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Dive Into Cobalt Strike

Posted on 2021-05-11 by InQuest Labs Community User

A few days ago, someone uploaded an interesting OLE file to VirusTotal. It abuses the Kaspersky brand, and it is written in Russian and English language. Unfortunately, the original document uses a coercive lure, and the macros contain logic to download weaponized artifacts.

File Type: Microsoft Windows Document
MD5 at InQuest Labs: 3272df3f79a0fa8c2ba601c4771b99e4

Image 1: 3272df3f79a0fa8c2ba601c4771b99e4 document lure

At the time of submission, the document had low consensus on AV detection.

Image 2: Shallow AV detection

According to VirusTotal, someone using TOR submitted the file on May 7th, 2021. The original file's name is "Поздравление.doc" Which translated to English means "Congratulations.doc"

A quick analysis shows that the document contains macros with functionality to drop new artifacts to the system:

Image 3: Base64 Encoded String

Decoding the URL that was hardcoded in the file results in hxxp://176.10.125[.]23:8000/headerelement[.]jpg

According to public Whois data, it's a server located in Switzerland and belongs to a hosting company.

Shortly after the initial attack, the threat actor removed the file 2nd stage malware. However, we were able to get it before they wiped it out from the Internet.

The executable file contains a large block of ciphertext. It's decrypted during execution using the AES-256(CBC) algorithm. The encryption key is also hardcoded in the payload.

File Type: PE32+ executable for MS Windows (GUI) Mono/.Net assembly

Image 4: Hardcoded key

Image 5: Decrypt Function

Now with the key on hand, it drops to the system the final payload.

Image 6: Decrypting Payload

Image 7: Final Payload

File Type: Portable Executable 32
MD5: 42DE14F600C0C73F10DFAFE2A34BC8FC

Image 8: Executing shellcode in process memory

The executable file is obfuscated and the payload is executed exclusively as a decrypted shellcode. Static analysis shows that some of the data is encoded using xor 0x2E. This encoding is indicitive of Cobalt Strike.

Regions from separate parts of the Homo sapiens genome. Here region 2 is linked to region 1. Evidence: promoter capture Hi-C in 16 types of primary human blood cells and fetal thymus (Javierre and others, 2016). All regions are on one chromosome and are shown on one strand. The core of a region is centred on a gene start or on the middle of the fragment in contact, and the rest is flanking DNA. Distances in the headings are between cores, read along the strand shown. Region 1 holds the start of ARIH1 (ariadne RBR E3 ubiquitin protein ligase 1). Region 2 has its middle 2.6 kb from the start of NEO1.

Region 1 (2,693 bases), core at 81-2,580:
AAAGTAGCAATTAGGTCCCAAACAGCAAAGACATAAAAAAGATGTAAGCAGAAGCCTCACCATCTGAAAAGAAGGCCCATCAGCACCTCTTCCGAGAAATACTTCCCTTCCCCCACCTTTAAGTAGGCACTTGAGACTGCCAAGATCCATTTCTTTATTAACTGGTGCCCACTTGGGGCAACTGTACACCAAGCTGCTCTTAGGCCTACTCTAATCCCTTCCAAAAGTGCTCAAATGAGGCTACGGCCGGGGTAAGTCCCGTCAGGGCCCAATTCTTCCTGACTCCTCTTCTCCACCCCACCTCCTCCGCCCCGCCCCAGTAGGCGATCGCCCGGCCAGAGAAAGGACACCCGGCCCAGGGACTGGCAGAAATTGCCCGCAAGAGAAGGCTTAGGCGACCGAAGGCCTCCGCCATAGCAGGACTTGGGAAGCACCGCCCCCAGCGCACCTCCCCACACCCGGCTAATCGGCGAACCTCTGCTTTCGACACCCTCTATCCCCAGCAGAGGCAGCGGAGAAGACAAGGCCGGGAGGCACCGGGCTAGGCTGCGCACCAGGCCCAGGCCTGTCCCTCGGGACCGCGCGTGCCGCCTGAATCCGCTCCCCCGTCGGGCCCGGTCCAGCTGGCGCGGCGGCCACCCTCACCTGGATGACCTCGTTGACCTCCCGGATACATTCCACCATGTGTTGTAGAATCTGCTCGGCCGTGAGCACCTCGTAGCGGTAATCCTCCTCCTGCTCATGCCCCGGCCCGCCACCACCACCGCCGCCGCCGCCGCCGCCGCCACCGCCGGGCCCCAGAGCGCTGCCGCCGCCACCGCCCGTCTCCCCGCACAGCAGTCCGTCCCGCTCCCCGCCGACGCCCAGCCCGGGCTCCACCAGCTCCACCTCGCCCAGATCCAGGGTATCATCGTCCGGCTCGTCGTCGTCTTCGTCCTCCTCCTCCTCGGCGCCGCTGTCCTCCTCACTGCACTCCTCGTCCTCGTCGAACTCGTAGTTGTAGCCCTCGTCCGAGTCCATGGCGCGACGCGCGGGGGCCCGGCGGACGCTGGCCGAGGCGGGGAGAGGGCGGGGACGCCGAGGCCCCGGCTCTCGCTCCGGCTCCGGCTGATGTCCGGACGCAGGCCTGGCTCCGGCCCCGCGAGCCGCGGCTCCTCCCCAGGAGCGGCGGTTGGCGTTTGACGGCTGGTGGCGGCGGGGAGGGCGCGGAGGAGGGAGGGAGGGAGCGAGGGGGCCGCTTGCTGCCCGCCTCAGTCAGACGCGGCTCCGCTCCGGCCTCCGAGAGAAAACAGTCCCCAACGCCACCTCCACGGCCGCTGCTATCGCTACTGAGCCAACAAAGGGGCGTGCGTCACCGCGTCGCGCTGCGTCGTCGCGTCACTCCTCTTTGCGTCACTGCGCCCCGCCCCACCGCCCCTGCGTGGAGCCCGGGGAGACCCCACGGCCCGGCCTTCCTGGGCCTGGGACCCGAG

Image 9: Configuration of encrypted xor 0x2E

"BeaconType": [ "HTTP"
"Port": 80,
"SleepTime": 45000,
"MaxGetSize": 1864877,
"Jitter": 43,
"C2Server": ",/mobile.js", "HttpPostUri": "/staff", "Malleable_C2_Instructions": [
"Remove 737 bytes from the beginning", "Base64 decode",
"Base64 decode"
"SpawnTo": "idYKSm+iuVOAjCzm9Iy8bw==", "HttpGet_Verb": "GET",
"HttpPost_Verb": "POST", "HttpPostChunk": 0,
"Spawnto_x86": "%windir%\\syswow64\\svchost.exe -k secsvcs", "Spawnto_x64": "%windir%\\sysnative\\svchost.exe -k secsvcs", "CryptoScheme": 0,
"Proxy_Behavior": "Use IE settings", "Watermark": 1639584573, "bStageCleanup": "True", "bCFGCaution": "False",
"KillDate": 0, "bProcInject_StartRWX": "False", "bProcInject_UseRWX": "False", "bProcInject_MinAllocSize": 5517, "ProcInject_PrependAppend_x86": [ "QkpFTUpCQko=",
"ProcInject_PrependAppend_x64": [ "/8D/yP/A/8g=",
"ProcInject_Execute": [ "ntdll.dll:RtlUserThreadStart", "SetThreadContext", "NtQueueApcThread-s", "kernel32.dll:LoadLibraryA", "RtlCreateUserThread"
"ProcInject_AllocationMethod": "VirtualAllocEx", "bUsesCookies": "True",
"HostHeader": ""


Targeted attacks using the Cobalt Strike penetration tool are occurring more and more frequently. Analysts need to know precisely how such campaigns are carried out to protect their clients and ensure the information security of their corporate networks.

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